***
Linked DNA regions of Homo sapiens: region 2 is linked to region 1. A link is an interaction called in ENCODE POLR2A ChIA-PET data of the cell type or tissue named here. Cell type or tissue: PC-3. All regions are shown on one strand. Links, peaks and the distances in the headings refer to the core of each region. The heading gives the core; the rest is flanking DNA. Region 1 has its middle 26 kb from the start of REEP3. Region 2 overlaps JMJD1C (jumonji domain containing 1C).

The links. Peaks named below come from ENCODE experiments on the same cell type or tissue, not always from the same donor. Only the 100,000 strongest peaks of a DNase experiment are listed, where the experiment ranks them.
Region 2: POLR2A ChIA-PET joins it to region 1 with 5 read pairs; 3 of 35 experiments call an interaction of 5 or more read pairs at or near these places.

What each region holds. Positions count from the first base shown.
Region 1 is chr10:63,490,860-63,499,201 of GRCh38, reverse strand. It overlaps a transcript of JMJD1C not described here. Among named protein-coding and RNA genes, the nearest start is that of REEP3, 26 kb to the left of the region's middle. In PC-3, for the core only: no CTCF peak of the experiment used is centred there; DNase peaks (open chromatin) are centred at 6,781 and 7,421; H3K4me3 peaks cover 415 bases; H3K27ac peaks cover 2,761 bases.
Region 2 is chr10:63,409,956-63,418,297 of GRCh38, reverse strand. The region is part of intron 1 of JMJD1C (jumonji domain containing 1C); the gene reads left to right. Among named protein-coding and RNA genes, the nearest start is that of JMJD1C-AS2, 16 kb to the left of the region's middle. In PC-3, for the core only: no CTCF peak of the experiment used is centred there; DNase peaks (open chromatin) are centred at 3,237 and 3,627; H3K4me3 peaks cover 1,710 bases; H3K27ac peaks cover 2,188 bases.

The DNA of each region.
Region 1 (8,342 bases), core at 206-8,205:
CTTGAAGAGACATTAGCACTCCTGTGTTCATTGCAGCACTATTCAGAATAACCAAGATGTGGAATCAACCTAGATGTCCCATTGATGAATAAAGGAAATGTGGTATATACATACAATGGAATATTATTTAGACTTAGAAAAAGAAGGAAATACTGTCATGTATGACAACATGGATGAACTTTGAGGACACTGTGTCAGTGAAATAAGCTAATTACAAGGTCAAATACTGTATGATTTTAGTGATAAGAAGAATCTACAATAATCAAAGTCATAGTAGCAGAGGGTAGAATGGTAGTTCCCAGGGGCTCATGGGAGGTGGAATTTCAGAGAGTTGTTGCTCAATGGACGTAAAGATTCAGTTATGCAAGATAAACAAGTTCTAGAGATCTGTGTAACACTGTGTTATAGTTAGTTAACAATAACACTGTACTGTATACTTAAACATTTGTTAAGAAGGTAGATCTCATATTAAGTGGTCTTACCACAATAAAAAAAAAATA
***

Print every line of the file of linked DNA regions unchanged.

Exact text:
Linked DNA regions of Homo sapiens: region 2 is linked to region 1. A link is an interaction called in ENCODE POLR2A ChIA-PET data of the cell type or tissue named here. Cell type or tissue: PC-3. All regions are shown on one strand. Links, peaks and the distances in the headings refer to the core of each region. The heading gives the core; the rest is flanking DNA. Region 1 has its middle 26 kb from the start of REEP3. Region 2 overlaps JMJD1C (jumonji domain containing 1C).

The links. Peaks named below come from ENCODE experiments on the same cell type or tissue, not always from the same donor. Only the 100,000 strongest peaks of a DNase experiment are listed, where the experiment ranks them.
Region 2: POLR2A ChIA-PET joins it to region 1 with 5 read pairs; 3 of 35 experiments call an interaction of 5 or more read pairs at or near these places.

What each region holds. Positions count from the first base shown.
Region 1 is chr10:63,490,860-63,499,201 of GRCh38, reverse strand. It overlaps a transcript of JMJD1C not described here. Among named protein-coding and RNA genes, the nearest start is that of REEP3, 26 kb to the left of the region's middle. In PC-3, for the core only: no CTCF peak of the experiment used is centred there; DNase peaks (open chromatin) are centred at 6,781 and 7,421; H3K4me3 peaks cover 415 bases; H3K27ac peaks cover 2,761 bases.
Region 2 is chr10:63,409,956-63,418,297 of GRCh38, reverse strand. The region is part of intron 1 of JMJD1C (jumonji domain containing 1C); the gene reads left to right. Among named protein-coding and RNA genes, the nearest start is that of JMJD1C-AS2, 16 kb to the left of the region's middle. In PC-3, for the core only: no CTCF peak of the experiment used is centred there; DNase peaks (open chromatin) are centred at 3,237 and 3,627; H3K4me3 peaks cover 1,710 bases; H3K27ac peaks cover 2,188 bases.

The DNA of each region.
Region 1 (8,342 bases), core at 206-8,205:
CTTGAAGAGACATTAGCACTCCTGTGTTCATTGCAGCACTATTCAGAATAACCAAGATGTGGAATCAACCTAGATGTCCCATTGATGAATAAAGGAAATGTGGTATATACATACAATGGAATATTATTTAGACTTAGAAAAAGAAGGAAATACTGTCATGTATGACAACATGGATGAACTTTGAGGACACTGTGTCAGTGAAATAAGCTAATTACAAGGTCAAATACTGTATGATTTTAGTGATAAGAAGAATCTACAATAATCAAAGTCATAGTAGCAGAGGGTAGAATGGTAGTTCCCAGGGGCTCATGGGAGGTGGAATTTCAGAGAGTTGTTGCTCAATGGACGTAAAGATTCAGTTATGCAAGATAAACAAGTTCTAGAGATCTGTGTAACACTGTGTTATAGTTAGTTAACAATAACACTGTACTGTATACTTAAACATTTGTTAAGAAGGTAGATCTCATATTAAGTGGTCTTACCACAATAAAAAAAAAATA